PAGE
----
I'm a musician and songwriter and I remember thinking that I would pay money, perhaps even a lot of money, to be able play a venue with 50,000 people. That was the moment that I began thinking about the sorts of circumstances where someone would pay to work.
There are actually quite a few circumstances where people either pay to work or work for free. The most widespread example of paying to work are graduate students. They work their asses off and pay tuition for the privilege of doing so.
Let's move from the skilled and somewhat elite graduate students or hobbyist songwriters and consider the meaning of jobs at the lower end of the skill spectrum. It turns out that for many people, the job itself has a significant positive impact on happiness:
[T]he well-established finding that unemployment has major negative effects on well-being, including both mental and physical health. And the effects are remarkably persistent. A study using German panel data examined changes in reported life satisfaction after marriage, divorce, birth of a child, death of a spouse, layoff, and unemployment. All had predictable effects in the short term, but for five of the six the effect generally wore off with time: the joy of having a new baby subsided, while the pain of a loved one’s death gradually faded. The exception was unemployment: even after five years, the researchers found little evidence of adaptation.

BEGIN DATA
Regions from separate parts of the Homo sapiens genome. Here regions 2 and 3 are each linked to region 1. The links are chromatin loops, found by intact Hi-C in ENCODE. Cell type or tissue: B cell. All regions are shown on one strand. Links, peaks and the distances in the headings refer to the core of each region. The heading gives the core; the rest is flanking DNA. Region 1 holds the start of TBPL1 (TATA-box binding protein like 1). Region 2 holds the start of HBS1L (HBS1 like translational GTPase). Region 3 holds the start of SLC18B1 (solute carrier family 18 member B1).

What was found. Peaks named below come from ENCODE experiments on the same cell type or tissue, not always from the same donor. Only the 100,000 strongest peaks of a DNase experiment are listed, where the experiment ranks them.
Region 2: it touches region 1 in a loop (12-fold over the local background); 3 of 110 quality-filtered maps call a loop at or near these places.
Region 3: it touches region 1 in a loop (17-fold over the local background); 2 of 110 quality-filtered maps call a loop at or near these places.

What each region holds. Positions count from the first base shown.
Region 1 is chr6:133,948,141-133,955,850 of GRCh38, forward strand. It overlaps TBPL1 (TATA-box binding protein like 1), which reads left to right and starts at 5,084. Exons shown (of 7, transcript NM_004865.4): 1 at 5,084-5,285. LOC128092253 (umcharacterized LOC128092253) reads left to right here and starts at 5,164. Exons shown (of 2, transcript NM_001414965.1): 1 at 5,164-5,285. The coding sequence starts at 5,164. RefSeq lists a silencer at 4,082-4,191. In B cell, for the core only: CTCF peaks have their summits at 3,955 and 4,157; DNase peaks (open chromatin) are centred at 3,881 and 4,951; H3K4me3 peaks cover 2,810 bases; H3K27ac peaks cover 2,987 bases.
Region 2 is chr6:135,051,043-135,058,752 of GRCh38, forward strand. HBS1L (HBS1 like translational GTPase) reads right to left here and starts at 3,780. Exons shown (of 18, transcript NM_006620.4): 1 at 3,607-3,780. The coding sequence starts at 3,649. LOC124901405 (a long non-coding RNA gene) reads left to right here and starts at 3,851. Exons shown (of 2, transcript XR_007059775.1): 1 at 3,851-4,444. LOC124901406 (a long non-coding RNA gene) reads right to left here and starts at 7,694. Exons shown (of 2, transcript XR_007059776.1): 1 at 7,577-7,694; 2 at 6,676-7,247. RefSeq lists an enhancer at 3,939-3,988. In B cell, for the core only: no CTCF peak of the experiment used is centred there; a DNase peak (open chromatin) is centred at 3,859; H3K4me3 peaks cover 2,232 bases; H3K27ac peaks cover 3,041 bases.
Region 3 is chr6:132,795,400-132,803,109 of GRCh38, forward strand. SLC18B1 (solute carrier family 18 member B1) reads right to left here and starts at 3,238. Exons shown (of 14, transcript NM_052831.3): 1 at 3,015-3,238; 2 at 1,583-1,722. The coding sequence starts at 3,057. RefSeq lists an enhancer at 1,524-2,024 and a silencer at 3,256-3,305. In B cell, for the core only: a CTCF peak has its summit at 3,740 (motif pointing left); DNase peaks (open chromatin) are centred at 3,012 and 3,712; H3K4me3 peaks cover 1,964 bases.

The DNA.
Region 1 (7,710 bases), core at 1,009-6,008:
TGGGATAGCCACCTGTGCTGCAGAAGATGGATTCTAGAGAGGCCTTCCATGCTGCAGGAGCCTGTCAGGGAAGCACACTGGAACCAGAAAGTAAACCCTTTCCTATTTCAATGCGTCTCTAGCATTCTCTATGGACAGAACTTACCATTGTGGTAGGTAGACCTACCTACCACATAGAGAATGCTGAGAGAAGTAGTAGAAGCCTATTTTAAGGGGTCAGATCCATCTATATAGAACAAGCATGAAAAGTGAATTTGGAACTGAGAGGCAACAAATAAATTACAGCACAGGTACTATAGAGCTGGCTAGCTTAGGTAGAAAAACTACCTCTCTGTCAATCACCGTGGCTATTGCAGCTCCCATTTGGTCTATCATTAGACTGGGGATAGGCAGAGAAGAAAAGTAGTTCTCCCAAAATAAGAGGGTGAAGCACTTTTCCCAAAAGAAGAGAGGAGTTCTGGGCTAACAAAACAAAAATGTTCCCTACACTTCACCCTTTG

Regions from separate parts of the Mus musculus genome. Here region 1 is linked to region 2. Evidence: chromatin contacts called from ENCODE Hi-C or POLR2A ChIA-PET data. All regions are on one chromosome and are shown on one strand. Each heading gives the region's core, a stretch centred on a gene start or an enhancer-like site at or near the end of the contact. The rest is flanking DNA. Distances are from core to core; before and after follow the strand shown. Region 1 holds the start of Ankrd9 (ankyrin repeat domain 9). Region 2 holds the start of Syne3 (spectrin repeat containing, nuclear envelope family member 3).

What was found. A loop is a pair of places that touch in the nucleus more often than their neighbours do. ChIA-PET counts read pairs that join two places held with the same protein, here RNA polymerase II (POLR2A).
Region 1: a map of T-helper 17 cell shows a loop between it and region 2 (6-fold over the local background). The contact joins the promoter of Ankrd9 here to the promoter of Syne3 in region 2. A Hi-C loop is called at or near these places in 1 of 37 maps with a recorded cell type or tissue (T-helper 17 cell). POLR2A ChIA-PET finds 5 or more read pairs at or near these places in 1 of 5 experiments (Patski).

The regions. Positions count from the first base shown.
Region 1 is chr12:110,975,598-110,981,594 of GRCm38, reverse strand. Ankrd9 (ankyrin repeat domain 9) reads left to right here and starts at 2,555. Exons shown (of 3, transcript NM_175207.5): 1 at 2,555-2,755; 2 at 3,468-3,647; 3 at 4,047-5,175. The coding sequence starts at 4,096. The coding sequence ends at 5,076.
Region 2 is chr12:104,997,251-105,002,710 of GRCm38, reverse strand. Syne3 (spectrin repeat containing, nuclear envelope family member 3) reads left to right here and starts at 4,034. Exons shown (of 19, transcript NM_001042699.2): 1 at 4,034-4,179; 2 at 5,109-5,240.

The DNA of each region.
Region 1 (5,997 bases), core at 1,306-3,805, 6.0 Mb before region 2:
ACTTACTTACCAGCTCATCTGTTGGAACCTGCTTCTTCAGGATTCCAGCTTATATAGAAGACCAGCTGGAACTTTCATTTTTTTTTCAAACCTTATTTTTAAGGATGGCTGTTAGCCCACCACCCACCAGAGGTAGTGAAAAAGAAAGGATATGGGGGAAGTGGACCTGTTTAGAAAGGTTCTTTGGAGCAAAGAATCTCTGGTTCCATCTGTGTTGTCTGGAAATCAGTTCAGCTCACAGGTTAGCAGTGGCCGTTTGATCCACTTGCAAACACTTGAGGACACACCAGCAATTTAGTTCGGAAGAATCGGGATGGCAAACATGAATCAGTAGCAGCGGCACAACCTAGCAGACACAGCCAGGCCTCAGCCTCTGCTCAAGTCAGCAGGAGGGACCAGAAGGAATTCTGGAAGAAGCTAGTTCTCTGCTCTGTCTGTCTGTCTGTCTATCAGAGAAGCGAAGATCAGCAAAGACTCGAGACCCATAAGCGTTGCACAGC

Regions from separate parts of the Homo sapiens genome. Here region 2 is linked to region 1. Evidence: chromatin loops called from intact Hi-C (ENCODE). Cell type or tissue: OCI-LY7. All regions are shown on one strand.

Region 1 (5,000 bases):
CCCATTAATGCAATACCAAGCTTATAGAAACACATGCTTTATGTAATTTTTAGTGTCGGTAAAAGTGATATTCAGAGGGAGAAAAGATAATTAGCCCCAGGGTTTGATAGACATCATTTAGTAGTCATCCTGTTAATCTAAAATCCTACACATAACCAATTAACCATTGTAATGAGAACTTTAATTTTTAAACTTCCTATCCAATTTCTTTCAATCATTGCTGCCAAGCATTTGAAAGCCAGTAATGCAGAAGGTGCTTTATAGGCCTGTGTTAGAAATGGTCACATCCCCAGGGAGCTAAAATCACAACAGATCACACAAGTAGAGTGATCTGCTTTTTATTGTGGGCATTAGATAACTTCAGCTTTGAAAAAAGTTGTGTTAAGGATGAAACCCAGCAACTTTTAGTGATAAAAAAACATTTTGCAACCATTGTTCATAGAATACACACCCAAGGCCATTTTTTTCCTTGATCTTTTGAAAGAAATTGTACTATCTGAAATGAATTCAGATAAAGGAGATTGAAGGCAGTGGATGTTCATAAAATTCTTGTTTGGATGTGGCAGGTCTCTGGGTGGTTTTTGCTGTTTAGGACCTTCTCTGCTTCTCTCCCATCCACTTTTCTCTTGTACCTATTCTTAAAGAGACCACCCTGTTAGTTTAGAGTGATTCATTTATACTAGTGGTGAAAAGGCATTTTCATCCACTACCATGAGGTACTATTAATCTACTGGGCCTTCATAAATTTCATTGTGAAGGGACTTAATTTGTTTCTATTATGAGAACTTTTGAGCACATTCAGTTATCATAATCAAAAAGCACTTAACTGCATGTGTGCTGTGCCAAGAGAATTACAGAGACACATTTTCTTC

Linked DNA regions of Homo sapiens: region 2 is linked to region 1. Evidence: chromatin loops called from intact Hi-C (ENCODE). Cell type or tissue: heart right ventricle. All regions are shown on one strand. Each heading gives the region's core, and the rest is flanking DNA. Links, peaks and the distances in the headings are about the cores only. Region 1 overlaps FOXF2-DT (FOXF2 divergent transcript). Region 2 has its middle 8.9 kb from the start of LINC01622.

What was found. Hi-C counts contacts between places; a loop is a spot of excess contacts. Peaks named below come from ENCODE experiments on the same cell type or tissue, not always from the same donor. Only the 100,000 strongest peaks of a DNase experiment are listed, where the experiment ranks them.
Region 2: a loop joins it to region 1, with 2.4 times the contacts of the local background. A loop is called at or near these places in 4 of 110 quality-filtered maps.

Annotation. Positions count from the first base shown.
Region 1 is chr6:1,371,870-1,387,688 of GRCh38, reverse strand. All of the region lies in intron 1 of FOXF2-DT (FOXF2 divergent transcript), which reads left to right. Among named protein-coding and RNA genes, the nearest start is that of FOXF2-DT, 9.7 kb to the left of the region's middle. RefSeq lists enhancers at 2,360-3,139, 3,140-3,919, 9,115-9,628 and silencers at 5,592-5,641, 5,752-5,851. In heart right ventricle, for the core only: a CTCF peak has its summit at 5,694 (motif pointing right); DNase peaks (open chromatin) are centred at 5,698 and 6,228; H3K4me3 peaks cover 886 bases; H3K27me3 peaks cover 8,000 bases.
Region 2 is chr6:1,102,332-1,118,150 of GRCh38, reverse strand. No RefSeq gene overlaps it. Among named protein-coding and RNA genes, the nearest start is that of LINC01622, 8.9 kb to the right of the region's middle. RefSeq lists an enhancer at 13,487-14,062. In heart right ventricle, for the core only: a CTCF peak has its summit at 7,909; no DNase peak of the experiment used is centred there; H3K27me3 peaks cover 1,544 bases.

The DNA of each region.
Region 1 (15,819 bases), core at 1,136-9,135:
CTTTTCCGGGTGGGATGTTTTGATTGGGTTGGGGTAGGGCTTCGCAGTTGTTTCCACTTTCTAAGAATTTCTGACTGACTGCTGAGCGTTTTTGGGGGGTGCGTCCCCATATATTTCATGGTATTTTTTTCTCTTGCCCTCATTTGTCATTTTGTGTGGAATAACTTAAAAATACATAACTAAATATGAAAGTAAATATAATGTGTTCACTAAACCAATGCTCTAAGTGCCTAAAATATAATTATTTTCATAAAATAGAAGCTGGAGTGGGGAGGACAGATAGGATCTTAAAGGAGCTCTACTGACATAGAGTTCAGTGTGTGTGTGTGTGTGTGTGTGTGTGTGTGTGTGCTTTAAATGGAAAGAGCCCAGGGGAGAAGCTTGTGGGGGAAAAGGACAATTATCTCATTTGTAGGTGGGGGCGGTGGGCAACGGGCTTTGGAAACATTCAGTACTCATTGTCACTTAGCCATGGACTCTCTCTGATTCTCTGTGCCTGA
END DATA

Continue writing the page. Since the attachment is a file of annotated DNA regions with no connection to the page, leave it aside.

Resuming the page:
Evidence even more directly on point comes from the experience of welfare reform – specifically, the imposition of work requirements on recipients of public assistance. Interestingly, studies of the economic consequences of reform showed little or no change in recipients’ material well-being. But a pair of studies found a positive impact on single mothers’ happiness as a result of moving off welfare and finding work.It turns out you may be able to buy happiness and that happiness takes the form of a job. If you didn't have a job but did have money, it might be worth buying the job with that money.